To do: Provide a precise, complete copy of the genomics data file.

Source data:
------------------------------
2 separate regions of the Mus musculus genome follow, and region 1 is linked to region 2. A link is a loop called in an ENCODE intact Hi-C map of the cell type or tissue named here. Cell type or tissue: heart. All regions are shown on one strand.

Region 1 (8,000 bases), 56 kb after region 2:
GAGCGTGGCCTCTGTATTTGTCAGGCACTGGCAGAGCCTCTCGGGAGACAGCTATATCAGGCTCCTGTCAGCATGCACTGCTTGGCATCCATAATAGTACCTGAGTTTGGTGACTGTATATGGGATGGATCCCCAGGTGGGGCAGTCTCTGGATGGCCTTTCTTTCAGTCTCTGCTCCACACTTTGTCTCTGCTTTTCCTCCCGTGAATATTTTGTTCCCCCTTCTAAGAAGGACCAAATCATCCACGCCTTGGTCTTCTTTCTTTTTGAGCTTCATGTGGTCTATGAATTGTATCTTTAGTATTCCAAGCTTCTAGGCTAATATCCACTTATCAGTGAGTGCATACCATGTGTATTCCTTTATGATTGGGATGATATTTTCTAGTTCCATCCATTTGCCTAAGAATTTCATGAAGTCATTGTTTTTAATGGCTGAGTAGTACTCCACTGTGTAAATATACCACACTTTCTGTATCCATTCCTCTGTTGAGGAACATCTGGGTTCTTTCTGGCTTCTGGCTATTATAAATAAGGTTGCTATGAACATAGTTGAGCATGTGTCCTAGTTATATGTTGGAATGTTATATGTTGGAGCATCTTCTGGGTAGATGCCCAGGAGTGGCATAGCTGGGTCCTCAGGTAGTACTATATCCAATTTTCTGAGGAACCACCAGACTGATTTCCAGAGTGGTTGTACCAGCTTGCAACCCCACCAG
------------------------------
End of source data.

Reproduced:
2 separate regions of the Mus musculus genome follow, and region 1 is linked to region 2. A link is a loop called in an ENCODE intact Hi-C map of the cell type or tissue named here. Cell type or tissue: heart. All regions are shown on one strand.

Region 1 (8,000 bases), 56 kb after region 2:
GAGCGTGGCCTCTGTATTTGTCAGGCACTGGCAGAGCCTCTCGGGAGACAGCTATATCAGGCTCCTGTCAGCATGCACTGCTTGGCATCCATAATAGTACCTGAGTTTGGTGACTGTATATGGGATGGATCCCCAGGTGGGGCAGTCTCTGGATGGCCTTTCTTTCAGTCTCTGCTCCACACTTTGTCTCTGCTTTTCCTCCCGTGAATATTTTGTTCCCCCTTCTAAGAAGGACCAAATCATCCACGCCTTGGTCTTCTTTCTTTTTGAGCTTCATGTGGTCTATGAATTGTATCTTTAGTATTCCAAGCTTCTAGGCTAATATCCACTTATCAGTGAGTGCATACCATGTGTATTCCTTTATGATTGGGATGATATTTTCTAGTTCCATCCATTTGCCTAAGAATTTCATGAAGTCATTGTTTTTAATGGCTGAGTAGTACTCCACTGTGTAAATATACCACACTTTCTGTATCCATTCCTCTGTTGAGGAACATCTGGGTTCTTTCTGGCTTCTGGCTATTATAAATAAGGTTGCTATGAACATAGTTGAGCATGTGTCCTAGTTATATGTTGGAATGTTATATGTTGGAGCATCTTCTGGGTAGATGCCCAGGAGTGGCATAGCTGGGTCCTCAGGTAGTACTATATCCAATTTTCTGAGGAACCACCAGACTGATTTCCAGAGTGGTTGTACCAGCTTGCAACCCCACCAG